As a young man from a low-income family I learned from an early age that if you break it, and can’t fix it, you go without. I guess this is where I get my smarts from. I was never afraid to take things apart and see how they work, repair, change them, etc. My girlfriend even purchased me a shirt that says, “I void warranties”. I don’t know about that. I will admit, I have never run across much that I cannot fix if it ain’t broken. Anyway, what am I getting at here? Well all of this leads me to my love of machines and my trip to Steamtown National Historic Site in Scranton, Pennsylvania. Steamtown is a Technology Museum and a History Museum combined into
Destination: Jackson Sanatorium
When I was doing research online for this place, everyone was calling it a sanitarium, which is, in case you are unaware is a home/hospital for the mentally ill. I later found out that the true designation for the building affectionately known to the locals of Dansville, NY during it’s days in operation as “Our Home on The Hillside” and then later as “Our Castle on the Hill” was actually a Sanatorium. Which by definition is a combination resort/recreational facility and a medical facility to provide short-term complex rest and medical services.
Recently I had an opportunity to revisit The Lonely Castle. These are the shots that I missed from my first visit. I will try to explain each shot as I go.
One of the first shots that I missed and wanted to get was of a beautifully ornate fireplace on the first floor. The castle once again, was not to disappoint.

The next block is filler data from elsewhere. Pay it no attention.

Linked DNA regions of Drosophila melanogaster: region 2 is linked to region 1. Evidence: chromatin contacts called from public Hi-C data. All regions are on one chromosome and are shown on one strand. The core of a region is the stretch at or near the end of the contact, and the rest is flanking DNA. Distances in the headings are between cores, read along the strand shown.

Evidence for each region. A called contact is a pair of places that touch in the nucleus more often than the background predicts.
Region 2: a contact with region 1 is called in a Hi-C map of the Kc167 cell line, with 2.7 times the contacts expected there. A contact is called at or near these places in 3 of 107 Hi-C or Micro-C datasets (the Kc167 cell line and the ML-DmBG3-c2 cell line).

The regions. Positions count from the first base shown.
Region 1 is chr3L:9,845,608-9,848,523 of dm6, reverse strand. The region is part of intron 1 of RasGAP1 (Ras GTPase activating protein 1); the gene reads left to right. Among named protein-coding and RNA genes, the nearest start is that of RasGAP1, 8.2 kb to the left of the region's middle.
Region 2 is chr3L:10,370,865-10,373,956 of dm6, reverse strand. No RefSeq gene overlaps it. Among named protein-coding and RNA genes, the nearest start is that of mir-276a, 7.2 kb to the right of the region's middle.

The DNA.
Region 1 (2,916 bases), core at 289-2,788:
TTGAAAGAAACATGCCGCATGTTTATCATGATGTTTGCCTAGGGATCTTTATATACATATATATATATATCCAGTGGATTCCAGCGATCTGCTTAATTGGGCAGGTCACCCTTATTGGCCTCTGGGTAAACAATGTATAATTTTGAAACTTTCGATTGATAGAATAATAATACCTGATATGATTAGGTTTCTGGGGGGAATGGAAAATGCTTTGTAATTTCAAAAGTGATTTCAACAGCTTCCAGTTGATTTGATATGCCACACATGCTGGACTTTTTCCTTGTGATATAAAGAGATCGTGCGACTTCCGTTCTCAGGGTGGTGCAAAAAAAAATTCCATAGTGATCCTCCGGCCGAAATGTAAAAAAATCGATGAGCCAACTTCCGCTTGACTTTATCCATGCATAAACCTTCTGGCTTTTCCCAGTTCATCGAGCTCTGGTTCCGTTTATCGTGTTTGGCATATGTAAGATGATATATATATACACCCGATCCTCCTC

One of the reasons I choose to do abandoned site photography is because I love connecting with people and their stories about these old places. Every building or site I visit has a story to tell. That, in part and turn, allows me to write my own stories and share with all you folks. Through these stories, sometimes sad, sometimes joyous, I hope to raise awareness to the fact that we need to preserve these wonderful old buildings and sites. Re-purpose them and allow them to bring enjoyment to generations to come. If we should lose our heritage, we lose who we are.
I have always had a fascination with the way things work. Since I was a kid, I would constantly take things apart, re-assemble them and try to make them better. Machinery and I just get along real well. Recently on an urban exploration “vacation” with 3 of my friends, a location came up that really got me excited. It was an old coal breaker in Pennsylvania called “St. Nicholas”. How cool is that right? Still full of old machinery, workman’s boots, control panels, wooden dies for giant machine castings, this really was an industrial playground and I was super excited.